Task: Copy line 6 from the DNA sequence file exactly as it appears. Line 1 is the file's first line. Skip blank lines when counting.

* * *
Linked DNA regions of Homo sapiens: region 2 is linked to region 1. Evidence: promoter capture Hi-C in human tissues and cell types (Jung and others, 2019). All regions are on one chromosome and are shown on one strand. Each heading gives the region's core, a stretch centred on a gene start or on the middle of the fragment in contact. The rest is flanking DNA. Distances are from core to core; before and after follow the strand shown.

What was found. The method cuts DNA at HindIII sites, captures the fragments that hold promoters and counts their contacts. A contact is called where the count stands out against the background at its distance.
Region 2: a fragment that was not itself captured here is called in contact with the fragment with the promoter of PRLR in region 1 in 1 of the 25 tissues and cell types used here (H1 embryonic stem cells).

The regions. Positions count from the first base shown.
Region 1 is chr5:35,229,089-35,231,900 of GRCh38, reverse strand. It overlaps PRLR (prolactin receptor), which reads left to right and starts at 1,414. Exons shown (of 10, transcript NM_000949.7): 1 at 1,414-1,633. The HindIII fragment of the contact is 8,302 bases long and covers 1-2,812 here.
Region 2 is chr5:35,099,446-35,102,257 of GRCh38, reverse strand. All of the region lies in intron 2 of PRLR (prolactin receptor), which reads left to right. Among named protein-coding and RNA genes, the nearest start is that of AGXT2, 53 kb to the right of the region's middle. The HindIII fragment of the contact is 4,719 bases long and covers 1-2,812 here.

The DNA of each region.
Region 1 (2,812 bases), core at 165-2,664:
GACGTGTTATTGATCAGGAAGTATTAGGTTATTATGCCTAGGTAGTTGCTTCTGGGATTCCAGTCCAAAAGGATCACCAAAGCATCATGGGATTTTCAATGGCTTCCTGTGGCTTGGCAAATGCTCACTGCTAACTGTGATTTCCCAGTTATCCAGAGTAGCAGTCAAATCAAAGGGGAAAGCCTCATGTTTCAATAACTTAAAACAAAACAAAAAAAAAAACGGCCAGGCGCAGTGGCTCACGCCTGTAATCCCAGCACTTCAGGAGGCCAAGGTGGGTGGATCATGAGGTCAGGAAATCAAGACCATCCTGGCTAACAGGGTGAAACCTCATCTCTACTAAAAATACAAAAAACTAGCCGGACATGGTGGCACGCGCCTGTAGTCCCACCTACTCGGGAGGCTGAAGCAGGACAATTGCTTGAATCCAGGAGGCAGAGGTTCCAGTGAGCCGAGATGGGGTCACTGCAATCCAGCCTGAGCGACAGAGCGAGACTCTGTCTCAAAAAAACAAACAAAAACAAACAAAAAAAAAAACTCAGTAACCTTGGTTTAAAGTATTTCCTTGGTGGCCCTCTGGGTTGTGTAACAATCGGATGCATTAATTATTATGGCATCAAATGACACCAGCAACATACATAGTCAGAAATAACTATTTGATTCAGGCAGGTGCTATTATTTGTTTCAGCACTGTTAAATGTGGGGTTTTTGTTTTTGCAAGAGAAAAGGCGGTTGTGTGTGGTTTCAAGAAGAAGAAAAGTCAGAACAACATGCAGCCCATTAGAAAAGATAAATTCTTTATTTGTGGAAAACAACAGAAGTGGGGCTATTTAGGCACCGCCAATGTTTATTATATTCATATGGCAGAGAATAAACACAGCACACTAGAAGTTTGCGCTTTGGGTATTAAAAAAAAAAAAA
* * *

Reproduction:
Region 2 is chr5:35,099,446-35,102,257 of GRCh38, reverse strand. All of the region lies in intron 2 of PRLR (prolactin receptor), which reads left to right. Among named protein-coding and RNA genes, the nearest start is that of AGXT2, 53 kb to the right of the region's middle. The HindIII fragment of the contact is 4,719 bases long and covers 1-2,812 here.